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CT & Cardiac CT At St. Joseph's


In addition to the experienced radiologists and physicians on staff in our Radiology Department, we employ the most advanced technologies available to patients in need of a CT scan. Our status as a teaching hospital, as well as our cutting-edge research at Barrow Neurological Institute, allows us to consistently provide the best and most advanced radiology and imaging care for our patients.

Our CT facilities feature multiple Light Speed multidetector array scanners which includes state-of-the-art 64-slice scanners. We perform more than 34,000 procedures each year including neuro CT with 3-D construction, virtual display, color perfusion imagining, body angiography for blood vessels, virtual colonoscopy, and peripheral angiography.

In an effort to accomodate our patients' busy schedules, we have added weekend hours, and are increasing capacity in our waiting room as our ability to see more patients grows.

What Is A CT?

A computerized tomography scan, commonly called CT or a CAT scan, produces detailed two-dimensional or 3-D pictures of a person's body using a combination of a special x-ray machine and a computer.

More complex than the traditional x-ray exam, which uses a stationary machine to focus on a particular body part, CT scans use an x-ray generating device that rotates around the body, creating multiple images. The images are sent to a very powerful computer to create cross-sectional images, like slices, of the inside of the patient's body.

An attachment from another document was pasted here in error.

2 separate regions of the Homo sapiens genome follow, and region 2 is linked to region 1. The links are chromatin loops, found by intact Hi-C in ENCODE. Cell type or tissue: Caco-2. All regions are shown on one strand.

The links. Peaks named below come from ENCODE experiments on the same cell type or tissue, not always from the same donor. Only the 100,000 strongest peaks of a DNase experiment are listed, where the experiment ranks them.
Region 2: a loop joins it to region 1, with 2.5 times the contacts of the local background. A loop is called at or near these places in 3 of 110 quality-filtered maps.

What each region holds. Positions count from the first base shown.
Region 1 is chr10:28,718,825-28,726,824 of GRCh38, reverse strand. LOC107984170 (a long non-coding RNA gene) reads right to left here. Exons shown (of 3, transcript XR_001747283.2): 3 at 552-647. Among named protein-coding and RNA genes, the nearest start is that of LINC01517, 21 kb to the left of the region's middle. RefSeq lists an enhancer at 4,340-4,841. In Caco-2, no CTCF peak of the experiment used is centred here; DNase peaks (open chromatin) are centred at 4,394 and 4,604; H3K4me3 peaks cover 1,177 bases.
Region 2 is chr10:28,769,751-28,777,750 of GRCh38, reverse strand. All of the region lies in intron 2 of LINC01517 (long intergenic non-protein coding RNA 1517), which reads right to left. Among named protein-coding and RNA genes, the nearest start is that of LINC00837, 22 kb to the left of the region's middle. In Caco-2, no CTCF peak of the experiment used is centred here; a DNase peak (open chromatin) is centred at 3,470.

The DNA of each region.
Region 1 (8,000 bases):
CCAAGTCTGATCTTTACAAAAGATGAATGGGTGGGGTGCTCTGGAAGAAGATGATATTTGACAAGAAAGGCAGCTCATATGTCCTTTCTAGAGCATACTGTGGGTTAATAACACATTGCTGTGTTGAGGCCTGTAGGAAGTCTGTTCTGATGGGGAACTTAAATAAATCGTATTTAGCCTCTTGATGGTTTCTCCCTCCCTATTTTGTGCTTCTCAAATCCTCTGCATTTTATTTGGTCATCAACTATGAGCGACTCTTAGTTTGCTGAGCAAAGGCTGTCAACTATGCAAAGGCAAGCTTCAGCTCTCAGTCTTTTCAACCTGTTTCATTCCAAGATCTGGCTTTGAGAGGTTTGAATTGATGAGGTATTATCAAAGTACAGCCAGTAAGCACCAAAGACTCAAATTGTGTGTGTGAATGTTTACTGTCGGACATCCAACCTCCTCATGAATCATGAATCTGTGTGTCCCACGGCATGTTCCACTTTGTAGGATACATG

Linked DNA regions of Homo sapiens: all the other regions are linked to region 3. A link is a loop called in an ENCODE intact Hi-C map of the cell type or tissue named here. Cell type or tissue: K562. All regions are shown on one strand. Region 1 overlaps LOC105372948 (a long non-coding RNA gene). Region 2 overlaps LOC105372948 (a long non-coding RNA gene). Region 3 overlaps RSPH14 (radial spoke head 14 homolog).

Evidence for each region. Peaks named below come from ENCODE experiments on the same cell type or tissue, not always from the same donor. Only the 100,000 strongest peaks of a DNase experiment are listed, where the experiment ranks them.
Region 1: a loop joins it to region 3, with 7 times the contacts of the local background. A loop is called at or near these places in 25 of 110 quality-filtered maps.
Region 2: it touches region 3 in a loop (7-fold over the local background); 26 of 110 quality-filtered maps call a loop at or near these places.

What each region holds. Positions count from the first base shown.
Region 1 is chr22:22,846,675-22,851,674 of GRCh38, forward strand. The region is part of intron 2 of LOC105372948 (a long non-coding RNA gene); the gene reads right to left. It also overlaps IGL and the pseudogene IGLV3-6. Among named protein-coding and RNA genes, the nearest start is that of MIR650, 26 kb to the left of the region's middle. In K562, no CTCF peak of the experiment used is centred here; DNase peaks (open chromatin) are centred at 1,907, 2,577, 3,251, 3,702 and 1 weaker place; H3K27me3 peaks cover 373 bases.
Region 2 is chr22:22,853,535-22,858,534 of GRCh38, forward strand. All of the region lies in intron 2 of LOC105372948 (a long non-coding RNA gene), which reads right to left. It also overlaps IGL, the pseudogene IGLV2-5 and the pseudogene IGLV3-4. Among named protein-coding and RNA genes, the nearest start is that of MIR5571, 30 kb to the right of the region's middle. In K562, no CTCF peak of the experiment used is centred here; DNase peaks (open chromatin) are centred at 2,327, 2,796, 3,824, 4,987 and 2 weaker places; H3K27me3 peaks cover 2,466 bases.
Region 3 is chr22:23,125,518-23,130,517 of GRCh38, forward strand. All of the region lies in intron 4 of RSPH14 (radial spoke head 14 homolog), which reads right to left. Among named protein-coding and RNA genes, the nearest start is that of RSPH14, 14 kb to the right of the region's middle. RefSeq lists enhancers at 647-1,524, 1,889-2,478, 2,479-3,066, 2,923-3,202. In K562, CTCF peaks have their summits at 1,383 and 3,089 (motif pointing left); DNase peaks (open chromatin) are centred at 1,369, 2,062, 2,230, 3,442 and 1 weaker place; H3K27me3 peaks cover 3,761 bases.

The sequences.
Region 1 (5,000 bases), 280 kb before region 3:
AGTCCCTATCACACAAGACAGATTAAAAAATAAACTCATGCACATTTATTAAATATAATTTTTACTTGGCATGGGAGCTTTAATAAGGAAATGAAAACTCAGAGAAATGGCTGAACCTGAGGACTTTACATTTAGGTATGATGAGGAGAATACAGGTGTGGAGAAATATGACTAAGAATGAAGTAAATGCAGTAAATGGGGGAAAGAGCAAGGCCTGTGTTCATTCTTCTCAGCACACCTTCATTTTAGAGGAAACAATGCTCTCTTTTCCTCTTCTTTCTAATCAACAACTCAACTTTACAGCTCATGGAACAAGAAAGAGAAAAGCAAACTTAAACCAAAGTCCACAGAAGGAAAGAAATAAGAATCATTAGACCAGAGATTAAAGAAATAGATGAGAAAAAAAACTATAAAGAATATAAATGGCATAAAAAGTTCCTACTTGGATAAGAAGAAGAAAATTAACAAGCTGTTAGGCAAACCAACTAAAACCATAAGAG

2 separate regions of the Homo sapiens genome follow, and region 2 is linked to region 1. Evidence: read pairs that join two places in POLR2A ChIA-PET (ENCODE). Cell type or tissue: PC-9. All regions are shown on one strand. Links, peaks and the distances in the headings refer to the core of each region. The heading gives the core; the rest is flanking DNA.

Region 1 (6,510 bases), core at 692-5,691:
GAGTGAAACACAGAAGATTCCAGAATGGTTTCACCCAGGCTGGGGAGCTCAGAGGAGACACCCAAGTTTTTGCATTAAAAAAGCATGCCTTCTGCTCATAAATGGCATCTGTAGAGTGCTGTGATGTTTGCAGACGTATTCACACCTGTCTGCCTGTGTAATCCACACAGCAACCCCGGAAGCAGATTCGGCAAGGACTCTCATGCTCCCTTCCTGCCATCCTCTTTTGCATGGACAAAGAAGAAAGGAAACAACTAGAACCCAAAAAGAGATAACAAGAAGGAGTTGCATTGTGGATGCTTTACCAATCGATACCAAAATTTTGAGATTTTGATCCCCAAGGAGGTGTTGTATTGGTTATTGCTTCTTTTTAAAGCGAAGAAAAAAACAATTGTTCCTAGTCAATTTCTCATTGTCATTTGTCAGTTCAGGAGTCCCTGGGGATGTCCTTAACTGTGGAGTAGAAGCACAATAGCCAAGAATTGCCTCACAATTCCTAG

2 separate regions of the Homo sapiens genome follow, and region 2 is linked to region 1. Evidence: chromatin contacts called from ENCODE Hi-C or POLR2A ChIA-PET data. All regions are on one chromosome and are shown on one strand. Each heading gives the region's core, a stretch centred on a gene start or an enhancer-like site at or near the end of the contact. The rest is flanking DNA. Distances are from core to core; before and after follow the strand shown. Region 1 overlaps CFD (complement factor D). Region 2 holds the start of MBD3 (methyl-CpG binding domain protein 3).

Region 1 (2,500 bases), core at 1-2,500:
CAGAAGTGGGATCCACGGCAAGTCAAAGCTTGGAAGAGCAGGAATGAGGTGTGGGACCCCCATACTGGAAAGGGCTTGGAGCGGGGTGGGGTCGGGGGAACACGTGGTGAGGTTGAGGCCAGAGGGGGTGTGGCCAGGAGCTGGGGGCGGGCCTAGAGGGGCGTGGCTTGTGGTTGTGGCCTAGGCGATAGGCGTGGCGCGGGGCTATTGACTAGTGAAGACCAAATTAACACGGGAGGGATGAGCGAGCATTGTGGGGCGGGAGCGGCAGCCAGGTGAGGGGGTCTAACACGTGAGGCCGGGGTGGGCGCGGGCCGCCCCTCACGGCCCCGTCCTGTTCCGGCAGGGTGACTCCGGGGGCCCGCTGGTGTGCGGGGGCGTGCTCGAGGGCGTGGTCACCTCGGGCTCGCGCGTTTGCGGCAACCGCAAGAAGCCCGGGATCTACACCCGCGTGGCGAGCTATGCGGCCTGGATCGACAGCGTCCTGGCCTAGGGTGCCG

Why Use A CT?

Physicians commonly request CT scans to help diagnose muscle and bone disorders, such as soft tissue injuries and fractures; pinpoint the location of tumors, infections or blood clots; guide procedures' detect internal injuries and internal bleeding; and detect and monitor diseases such as cancer and heart disease.

Cardiac CT

Heart and vascular patients commonly undergo a Cardiac CT to evaluate the presence of calcified plaque and soft plaque in the coronary arteries. A cardiac CT is a non-invasive way of gathering information about the amount of calcium, often represented in a calcium score.

Cardiac CT scans are recommended for patients at risk for coronary artery disease (CAD) as a screening study for uncertain diagnoses. When symptoms are present, cardiac CT can be helpful in determining the severity of CAD.

Learn More About CT Scans At St. Joseph's

For more information or to make an appointment, please call 602.406.6700.

Our fax number is 602.406.5188.